What Happens to Stolen, Sensitive Data?

 
 
By Karen A. Frenkel  |  Posted 02-26-2016 Email
 
 
 
 
 
 
 
 
 
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    What Happens to Stolen, Sensitive Data?
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    What Happens to Stolen, Sensitive Data?

    An experiment that leaked a fake bank employee’s data to the dark Web shows what happened to the data during its first month out in the open.
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    Immediate Spike in Activity
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    Immediate Spike in Activity

    When the credentials were leaked, a rush of hackers tested the fake bank employee’s Google Drive credentials in several of the victim’s other accounts. They quickly downloaded files, including those with real credit card information.
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    Torrent of Activity
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    Torrent of Activity

    Within hours of leaking the credentials, 1,400 visits from 30 countries across six continents were recorded. Here are the demographics: Russia: 35%, U.S.: 16%, China 4%, Japan 2%
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    Logins to Fake Bank
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    Logins to Fake Bank

    One-tenth of the hackers who viewed the credentials tried to log into the bank Web portal.
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    Hacked Once, Hacked Everywhere
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    Hacked Once, Hacked Everywhere

    The fictitious bank employee used the same password for personal banking accounts and social media sites. Once hackers used leaked credentials to access his Google Drive, most used those same credentials elsewhere.
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    Other Accounts Accessed
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    Other Accounts Accessed

    36% of hackers successfully accessed the victim's personal banking account using the leaked password. There were recurring logins, some within hours of one another and others weeks after the initial login.
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    The Numbers
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    The Numbers

    94% of hackers uncovered and attempted to log into other accounts. Five tried bank logins within the first 24 hours. Three attempted Google Drive logins in the first 24 hours. Within 48 hours, the first file was downloaded.
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    The Power of TOR
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    The Power of TOR

    68% of hackers accessed both the Google Drive and the bank portal from TOR-anonymized IP addresses.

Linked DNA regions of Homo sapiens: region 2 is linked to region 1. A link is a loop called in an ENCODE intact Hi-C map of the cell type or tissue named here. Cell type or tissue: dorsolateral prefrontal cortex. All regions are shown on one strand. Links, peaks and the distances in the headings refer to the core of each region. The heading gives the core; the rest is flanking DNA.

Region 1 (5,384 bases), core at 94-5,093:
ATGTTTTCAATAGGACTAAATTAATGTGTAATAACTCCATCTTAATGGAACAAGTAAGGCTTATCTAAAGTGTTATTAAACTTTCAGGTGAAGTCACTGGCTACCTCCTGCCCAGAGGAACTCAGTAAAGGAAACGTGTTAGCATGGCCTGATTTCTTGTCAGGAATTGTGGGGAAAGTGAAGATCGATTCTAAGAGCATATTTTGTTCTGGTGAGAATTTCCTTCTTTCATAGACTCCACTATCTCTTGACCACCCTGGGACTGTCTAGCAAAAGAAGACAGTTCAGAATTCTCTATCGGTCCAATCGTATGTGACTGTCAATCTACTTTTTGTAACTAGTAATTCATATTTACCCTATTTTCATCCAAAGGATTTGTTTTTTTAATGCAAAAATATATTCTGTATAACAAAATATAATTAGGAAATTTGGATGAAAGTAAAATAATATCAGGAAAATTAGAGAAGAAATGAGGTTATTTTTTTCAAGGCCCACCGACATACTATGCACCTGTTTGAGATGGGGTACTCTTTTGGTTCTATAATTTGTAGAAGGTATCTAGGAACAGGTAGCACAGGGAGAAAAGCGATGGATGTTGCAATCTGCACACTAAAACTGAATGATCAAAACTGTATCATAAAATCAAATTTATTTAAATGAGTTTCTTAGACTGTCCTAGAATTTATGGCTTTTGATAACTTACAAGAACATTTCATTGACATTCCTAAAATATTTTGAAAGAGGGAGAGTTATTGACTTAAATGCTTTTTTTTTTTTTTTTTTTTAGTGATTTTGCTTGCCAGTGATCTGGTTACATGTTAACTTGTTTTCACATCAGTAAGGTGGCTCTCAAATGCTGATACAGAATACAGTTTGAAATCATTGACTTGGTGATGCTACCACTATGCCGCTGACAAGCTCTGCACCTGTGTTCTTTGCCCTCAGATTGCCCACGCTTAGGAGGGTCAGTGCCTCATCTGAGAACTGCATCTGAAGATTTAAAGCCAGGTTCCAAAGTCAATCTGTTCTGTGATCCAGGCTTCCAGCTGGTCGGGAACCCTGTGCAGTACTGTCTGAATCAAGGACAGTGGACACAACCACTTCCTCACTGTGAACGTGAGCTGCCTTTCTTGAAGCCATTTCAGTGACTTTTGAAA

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    Hackers More Security Conscious Than Ever
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    Hackers More Security Conscious Than Ever

    The high rate of TOR usage indicates that hackers are becoming more security conscious and know to mask their IP's whenever possible to avoid getting caught.
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    Other Occurrences
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    Other Occurrences

    Hackers changed the victim's password. They made several attempts to crawl the Google Drive, using third-party apps. Some downloaded files did not appear sensitive, including lunch menus.
 

An experiment designed to lure dark Web users to steal fake bank information showed that most hackers accessed other apps, downloaded and cracked encrypted files and attempted to cover their tracks. The goal of the experiment, known as Project Cumulus, was to help organizations understand what happens to sensitive data once it has been stolen. Bitglass, a data protection company, ran the experiment and released findings in its report "Where's Your Data?" Bitglass researchers created a digital identity for an employee of a fictitious retail bank, a Web portal for the fake bank and a Google Drive account complete with real credit card data. They pretended that the fake employee's Google Drive credentials were stolen via a larger phishing campaign. They leaked those "phished" Google Apps credentials to the Dark Web and tracked activity in the fake employee's online accounts. Hackers did not know that Google Drive activities were being monitored for a month and that files were embedded with Bitglass watermarks. Here's what happened next.

 
 
 
 
 
Karen A. Frenkel writes about technology and innovation and lives in New York City.

 
 
 
 
 
 

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